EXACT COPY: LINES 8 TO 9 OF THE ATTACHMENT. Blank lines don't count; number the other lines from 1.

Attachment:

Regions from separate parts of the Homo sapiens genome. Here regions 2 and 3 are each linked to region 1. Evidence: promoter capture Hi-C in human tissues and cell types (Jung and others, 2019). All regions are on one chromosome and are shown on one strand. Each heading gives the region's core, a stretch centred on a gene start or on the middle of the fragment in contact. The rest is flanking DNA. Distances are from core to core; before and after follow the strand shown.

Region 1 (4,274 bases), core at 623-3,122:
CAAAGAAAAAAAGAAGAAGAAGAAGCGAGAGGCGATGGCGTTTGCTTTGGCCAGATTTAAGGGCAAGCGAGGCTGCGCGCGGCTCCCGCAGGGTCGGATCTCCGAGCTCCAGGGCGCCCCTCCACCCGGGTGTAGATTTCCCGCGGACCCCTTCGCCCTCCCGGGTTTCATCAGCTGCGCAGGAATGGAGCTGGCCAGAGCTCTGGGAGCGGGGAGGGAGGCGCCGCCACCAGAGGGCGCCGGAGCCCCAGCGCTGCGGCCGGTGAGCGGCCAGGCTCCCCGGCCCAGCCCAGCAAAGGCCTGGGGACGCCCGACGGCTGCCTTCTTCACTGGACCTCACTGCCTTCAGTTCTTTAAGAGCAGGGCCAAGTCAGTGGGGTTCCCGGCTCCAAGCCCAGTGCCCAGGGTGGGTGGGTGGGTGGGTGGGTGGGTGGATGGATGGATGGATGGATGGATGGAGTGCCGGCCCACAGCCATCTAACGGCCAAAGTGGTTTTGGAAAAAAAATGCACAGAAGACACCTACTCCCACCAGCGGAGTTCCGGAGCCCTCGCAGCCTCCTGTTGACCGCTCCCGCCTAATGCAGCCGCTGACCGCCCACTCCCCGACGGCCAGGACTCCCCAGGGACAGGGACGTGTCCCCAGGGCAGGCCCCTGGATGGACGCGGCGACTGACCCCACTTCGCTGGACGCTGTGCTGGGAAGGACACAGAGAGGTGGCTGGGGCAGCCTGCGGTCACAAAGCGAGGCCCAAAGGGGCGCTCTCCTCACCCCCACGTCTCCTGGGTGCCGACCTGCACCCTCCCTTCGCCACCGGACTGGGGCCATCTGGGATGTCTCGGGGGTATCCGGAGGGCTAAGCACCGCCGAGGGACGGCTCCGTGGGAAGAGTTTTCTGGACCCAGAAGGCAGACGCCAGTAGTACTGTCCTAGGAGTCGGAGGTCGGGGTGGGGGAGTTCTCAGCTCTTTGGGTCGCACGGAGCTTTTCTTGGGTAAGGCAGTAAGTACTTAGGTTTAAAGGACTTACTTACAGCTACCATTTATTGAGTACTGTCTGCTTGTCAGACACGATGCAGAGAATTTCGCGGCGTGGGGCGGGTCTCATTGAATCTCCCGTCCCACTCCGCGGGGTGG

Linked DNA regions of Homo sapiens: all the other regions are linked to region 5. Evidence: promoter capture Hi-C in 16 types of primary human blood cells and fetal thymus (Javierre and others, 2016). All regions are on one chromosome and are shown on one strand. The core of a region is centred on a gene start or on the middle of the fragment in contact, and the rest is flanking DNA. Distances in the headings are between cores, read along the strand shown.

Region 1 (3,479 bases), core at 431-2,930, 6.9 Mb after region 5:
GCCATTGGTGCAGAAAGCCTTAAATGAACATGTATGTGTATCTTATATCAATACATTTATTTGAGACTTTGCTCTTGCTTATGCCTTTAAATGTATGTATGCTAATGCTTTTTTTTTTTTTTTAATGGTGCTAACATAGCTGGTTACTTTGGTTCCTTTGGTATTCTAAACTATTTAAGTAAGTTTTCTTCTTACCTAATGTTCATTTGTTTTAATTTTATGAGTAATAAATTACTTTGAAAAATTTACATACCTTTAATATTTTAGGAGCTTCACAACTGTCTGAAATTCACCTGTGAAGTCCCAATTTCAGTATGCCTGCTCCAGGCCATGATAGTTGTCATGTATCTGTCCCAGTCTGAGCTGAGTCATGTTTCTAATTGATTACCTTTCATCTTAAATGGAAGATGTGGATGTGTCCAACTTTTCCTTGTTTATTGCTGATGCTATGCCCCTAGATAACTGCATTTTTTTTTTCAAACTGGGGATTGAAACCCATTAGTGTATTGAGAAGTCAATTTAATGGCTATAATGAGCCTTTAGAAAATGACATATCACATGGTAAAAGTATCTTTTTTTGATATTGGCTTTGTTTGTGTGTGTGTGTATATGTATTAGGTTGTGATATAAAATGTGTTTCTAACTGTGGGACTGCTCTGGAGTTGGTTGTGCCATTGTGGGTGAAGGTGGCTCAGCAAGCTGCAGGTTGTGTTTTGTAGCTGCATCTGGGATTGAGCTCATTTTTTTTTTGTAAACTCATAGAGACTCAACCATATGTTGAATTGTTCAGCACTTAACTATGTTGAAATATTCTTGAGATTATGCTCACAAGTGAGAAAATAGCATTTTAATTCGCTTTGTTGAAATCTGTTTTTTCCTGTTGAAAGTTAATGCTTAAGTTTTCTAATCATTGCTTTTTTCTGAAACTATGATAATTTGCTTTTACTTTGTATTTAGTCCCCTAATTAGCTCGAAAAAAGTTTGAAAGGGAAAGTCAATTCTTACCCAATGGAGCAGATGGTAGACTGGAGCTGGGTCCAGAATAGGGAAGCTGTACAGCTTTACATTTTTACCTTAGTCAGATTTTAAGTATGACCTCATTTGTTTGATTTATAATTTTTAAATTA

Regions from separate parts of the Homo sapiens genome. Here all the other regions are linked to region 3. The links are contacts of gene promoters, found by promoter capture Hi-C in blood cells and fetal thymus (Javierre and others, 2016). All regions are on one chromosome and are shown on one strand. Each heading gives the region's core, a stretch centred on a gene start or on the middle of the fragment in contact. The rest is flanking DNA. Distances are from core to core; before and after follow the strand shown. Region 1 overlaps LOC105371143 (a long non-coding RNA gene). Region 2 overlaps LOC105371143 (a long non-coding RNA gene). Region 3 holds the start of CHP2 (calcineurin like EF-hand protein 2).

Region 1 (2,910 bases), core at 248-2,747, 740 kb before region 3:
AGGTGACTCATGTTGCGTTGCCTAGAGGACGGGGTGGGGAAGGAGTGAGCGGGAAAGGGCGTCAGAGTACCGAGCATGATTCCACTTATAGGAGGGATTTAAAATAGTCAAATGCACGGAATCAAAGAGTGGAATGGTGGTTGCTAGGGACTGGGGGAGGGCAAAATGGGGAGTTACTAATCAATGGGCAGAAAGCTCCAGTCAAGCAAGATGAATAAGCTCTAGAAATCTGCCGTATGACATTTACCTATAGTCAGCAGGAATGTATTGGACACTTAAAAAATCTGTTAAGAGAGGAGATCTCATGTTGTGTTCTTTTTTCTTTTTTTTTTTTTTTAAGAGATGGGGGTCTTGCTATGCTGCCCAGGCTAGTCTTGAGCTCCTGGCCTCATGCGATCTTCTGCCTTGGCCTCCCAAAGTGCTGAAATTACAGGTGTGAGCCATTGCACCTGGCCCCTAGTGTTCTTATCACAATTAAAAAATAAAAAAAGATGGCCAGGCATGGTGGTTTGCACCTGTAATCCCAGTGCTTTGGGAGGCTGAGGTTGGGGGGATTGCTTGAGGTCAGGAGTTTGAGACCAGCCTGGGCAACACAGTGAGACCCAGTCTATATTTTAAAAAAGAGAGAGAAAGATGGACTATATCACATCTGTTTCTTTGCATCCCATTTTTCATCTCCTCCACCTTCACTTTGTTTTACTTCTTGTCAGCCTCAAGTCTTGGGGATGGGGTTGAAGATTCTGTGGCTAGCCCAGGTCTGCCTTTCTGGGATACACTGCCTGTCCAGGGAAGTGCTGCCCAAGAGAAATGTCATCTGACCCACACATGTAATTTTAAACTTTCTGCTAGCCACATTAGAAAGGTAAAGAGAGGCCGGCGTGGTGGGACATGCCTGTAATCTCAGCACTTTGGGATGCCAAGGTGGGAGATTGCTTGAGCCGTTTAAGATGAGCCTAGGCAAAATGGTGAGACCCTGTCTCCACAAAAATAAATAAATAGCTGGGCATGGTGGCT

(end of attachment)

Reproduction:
Region 1 (2,910 bases), core at 248-2,747, 740 kb before region 3:
AGGTGACTCATGTTGCGTTGCCTAGAGGACGGGGTGGGGAAGGAGTGAGCGGGAAAGGGCGTCAGAGTACCGAGCATGATTCCACTTATAGGAGGGATTTAAAATAGTCAAATGCACGGAATCAAAGAGTGGAATGGTGGTTGCTAGGGACTGGGGGAGGGCAAAATGGGGAGTTACTAATCAATGGGCAGAAAGCTCCAGTCAAGCAAGATGAATAAGCTCTAGAAATCTGCCGTATGACATTTACCTATAGTCAGCAGGAATGTATTGGACACTTAAAAAATCTGTTAAGAGAGGAGATCTCATGTTGTGTTCTTTTTTCTTTTTTTTTTTTTTTAAGAGATGGGGGTCTTGCTATGCTGCCCAGGCTAGTCTTGAGCTCCTGGCCTCATGCGATCTTCTGCCTTGGCCTCCCAAAGTGCTGAAATTACAGGTGTGAGCCATTGCACCTGGCCCCTAGTGTTCTTATCACAATTAAAAAATAAAAAAAGATGGCCAGGCATGGTGGTTTGCACCTGTAATCCCAGTGCTTTGGGAGGCTGAGGTTGGGGGGATTGCTTGAGGTCAGGAGTTTGAGACCAGCCTGGGCAACACAGTGAGACCCAGTCTATATTTTAAAAAAGAGAGAGAAAGATGGACTATATCACATCTGTTTCTTTGCATCCCATTTTTCATCTCCTCCACCTTCACTTTGTTTTACTTCTTGTCAGCCTCAAGTCTTGGGGATGGGGTTGAAGATTCTGTGGCTAGCCCAGGTCTGCCTTTCTGGGATACACTGCCTGTCCAGGGAAGTGCTGCCCAAGAGAAATGTCATCTGACCCACACATGTAATTTTAAACTTTCTGCTAGCCACATTAGAAAGGTAAAGAGAGGCCGGCGTGGTGGGACATGCCTGTAATCTCAGCACTTTGGGATGCCAAGGTGGGAGATTGCTTGAGCCGTTTAAGATGAGCCTAGGCAAAATGGTGAGACCCTGTCTCCACAAAAATAAATAAATAGCTGGGCATGGTGGCT